Saturday, 23 February 2013

Bus note 42

Lose work face on the bus.
        Drop down to distance somewhere.
All my strangers here:
some go to own-shaped houses;
        others hold late work faces
        in those hands steadied up.
Go small as can be. Little animal
with sleep's softness creeping.


  1. interesting metaphors...

  2. I like how
    this poem goes

    small as can be, like
    little animal with

    sleep's softness creeping.

  3. Thank you Vassilis and Sandra,

    It was something of a relief to shrink down into that small animal warmth. The first notes stopped for a moment at the steady hands and, Lord, that felt cold.

  4. Terrific, this. In, of course, a small way.

    I've been obsessed lately with the idea of shrinking, as it happens. But were one actually to be able to dwindle and shrink so that one could no longer be held in any way accountable, could one count on the world shrinking correspondingly, at the same time?

    And if it did, what then?

  5. Thank you, TC.

    You never know, there could be a future in this diminishing business.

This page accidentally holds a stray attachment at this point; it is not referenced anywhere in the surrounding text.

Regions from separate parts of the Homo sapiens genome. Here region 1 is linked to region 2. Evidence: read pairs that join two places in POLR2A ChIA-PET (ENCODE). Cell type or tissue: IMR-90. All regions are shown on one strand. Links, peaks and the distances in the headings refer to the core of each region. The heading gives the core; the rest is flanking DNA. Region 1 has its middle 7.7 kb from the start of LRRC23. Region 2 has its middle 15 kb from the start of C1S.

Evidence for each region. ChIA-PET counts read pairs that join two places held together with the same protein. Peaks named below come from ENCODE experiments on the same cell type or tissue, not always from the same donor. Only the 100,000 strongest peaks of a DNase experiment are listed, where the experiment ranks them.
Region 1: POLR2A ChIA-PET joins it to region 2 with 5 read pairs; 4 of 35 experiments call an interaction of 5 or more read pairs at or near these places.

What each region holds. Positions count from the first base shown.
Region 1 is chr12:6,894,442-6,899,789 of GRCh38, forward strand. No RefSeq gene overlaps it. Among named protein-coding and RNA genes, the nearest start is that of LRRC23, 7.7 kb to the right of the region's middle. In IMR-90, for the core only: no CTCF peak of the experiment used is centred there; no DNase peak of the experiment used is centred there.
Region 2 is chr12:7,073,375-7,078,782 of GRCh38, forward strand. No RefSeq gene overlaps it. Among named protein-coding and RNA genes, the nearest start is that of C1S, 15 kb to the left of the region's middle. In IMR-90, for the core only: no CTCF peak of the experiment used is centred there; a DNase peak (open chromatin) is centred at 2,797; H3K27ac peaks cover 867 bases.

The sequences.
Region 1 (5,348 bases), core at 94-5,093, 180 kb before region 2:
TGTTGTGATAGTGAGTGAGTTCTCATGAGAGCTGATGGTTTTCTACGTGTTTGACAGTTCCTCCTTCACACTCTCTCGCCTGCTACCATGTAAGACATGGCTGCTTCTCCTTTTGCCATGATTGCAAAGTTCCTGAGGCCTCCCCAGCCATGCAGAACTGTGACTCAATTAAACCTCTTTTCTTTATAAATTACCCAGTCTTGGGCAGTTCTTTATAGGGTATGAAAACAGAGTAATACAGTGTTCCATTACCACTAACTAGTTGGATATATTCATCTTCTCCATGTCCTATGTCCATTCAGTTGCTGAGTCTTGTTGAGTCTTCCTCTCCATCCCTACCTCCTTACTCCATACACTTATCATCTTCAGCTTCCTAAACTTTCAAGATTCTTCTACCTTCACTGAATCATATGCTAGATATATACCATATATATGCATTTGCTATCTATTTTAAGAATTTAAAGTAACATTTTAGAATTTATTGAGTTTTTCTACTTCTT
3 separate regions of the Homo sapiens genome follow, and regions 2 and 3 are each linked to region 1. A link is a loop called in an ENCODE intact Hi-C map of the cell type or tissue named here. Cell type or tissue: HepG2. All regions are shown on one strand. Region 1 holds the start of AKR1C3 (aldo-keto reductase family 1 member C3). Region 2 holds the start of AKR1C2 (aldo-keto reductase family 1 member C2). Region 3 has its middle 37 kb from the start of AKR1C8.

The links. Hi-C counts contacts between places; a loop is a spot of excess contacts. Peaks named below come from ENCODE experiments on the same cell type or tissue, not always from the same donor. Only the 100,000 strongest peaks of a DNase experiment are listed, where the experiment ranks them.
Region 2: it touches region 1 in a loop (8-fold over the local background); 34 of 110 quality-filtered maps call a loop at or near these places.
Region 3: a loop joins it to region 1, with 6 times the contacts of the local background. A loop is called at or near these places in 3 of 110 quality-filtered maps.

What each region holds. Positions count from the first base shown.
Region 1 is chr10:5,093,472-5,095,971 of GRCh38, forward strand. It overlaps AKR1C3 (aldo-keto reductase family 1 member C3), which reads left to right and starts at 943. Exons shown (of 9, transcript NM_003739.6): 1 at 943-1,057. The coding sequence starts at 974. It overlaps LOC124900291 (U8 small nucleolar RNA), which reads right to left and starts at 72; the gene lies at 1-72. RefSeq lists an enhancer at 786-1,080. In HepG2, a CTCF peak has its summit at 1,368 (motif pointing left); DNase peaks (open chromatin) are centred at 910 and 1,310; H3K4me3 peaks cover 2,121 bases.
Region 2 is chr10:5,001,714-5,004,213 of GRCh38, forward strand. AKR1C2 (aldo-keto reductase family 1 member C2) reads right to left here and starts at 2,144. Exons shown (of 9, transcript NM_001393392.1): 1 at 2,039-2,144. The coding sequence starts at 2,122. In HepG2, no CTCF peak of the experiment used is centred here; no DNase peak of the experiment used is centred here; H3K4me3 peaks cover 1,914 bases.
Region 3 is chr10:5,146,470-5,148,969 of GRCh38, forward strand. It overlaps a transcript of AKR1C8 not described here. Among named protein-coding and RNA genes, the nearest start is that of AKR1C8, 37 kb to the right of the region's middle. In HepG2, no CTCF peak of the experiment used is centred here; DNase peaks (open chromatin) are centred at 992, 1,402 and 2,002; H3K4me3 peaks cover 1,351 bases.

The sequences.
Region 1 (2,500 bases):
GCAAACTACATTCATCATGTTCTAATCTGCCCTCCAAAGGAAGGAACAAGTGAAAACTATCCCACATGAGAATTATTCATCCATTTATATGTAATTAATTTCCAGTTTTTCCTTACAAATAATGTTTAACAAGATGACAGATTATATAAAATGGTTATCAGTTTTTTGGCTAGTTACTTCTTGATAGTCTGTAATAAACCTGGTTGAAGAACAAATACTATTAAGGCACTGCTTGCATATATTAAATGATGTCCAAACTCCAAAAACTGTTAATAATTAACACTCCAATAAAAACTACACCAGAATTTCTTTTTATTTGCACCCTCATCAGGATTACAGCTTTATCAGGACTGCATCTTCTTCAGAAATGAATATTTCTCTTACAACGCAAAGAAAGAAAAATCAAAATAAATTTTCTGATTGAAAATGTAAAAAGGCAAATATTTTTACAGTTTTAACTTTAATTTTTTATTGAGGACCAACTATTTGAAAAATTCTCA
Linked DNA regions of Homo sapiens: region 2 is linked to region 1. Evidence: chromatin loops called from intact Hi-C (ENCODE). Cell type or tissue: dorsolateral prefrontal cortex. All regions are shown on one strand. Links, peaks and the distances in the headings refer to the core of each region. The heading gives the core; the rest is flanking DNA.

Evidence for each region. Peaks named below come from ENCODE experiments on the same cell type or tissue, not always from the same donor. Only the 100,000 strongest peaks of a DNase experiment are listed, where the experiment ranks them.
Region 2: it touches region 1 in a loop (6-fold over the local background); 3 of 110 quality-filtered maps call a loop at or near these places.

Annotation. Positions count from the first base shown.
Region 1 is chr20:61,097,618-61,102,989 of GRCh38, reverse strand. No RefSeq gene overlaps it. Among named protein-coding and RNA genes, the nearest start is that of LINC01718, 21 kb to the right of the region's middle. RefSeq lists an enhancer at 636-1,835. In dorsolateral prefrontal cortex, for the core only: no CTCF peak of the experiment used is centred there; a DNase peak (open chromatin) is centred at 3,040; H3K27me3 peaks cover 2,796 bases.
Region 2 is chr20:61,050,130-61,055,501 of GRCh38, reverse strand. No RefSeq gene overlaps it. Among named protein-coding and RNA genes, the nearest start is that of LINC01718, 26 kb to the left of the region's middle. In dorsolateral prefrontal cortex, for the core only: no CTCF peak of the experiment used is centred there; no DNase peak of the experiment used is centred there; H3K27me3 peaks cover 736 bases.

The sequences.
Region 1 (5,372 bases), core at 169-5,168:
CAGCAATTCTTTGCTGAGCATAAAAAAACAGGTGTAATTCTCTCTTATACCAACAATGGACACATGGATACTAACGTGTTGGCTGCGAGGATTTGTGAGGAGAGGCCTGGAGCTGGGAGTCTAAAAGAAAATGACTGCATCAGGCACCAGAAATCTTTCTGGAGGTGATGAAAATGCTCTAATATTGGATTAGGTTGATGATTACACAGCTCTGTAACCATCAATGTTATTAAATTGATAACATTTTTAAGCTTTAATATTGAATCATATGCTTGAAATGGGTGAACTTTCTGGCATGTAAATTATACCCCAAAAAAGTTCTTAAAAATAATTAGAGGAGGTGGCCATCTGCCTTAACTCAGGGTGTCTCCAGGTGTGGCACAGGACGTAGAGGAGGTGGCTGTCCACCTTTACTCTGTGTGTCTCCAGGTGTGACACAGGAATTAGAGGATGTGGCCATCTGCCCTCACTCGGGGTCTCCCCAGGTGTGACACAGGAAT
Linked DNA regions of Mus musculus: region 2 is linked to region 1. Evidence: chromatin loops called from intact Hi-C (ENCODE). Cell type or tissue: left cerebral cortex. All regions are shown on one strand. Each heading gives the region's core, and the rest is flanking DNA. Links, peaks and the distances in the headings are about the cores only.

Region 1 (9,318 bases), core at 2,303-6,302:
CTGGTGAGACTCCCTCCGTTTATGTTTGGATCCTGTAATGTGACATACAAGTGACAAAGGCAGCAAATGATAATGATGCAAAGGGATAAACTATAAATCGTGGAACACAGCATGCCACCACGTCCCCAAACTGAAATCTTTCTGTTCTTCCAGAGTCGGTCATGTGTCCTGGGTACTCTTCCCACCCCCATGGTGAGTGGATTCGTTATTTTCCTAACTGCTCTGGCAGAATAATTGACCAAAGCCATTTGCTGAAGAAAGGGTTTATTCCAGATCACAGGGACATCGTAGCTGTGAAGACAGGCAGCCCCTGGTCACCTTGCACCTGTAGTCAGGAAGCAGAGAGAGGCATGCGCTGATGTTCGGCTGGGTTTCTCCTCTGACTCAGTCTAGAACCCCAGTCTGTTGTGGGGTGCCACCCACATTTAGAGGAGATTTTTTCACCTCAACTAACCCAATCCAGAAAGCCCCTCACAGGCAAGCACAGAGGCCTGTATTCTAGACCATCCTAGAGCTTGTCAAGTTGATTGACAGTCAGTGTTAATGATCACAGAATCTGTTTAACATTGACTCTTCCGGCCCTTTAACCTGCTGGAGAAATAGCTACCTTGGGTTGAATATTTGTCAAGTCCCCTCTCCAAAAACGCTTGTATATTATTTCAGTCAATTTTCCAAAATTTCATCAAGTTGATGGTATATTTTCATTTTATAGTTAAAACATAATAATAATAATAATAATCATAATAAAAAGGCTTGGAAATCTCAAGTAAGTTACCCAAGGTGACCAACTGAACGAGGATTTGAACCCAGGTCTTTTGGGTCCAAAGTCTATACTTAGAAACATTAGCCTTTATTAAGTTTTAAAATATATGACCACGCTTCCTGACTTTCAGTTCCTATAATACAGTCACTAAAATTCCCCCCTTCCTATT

6. Unless of course a cat schooled in the art of thinking out of the box gobbled your business up.

  7. W.B.
    This is finely done. There is an element of angelic guardianship here - of protected space - of lullaby.

    The poem is book-ended with gentle imperatives - lose/drop down/go small - these could be just sparsely stated descriptions, but the grammar leaves open the possibility of cooing.

    Like very much the 3-D in line 2 (Drop/down/distance) and the (quasi)rhymes/harmonies strewn strategically throughout: bus/up, somewhere/here, houses/faces, go/own/hold/those, small/animal, sleep's/creeping, These draw the poem - especially when read aloud - into a finely knitted scarf.

    The line break in line 7 is superb - It can be read as a vocative direct address, not unlike "Go west, young man."

    And, the poem subtly worries the whole notion of "losing face" - which is a supposed horror to be avoided at all costs. Here, putting on the hard game face gives way to "sleep's softness."


  8. B.R.

    Thank you for your careful reading of this. I like the thought of the poem as a "finely knitted scarf".


    Now is the hour of that particular feline breed, I reckon.

  9. Thank you, Susan. I'm glad you liked it.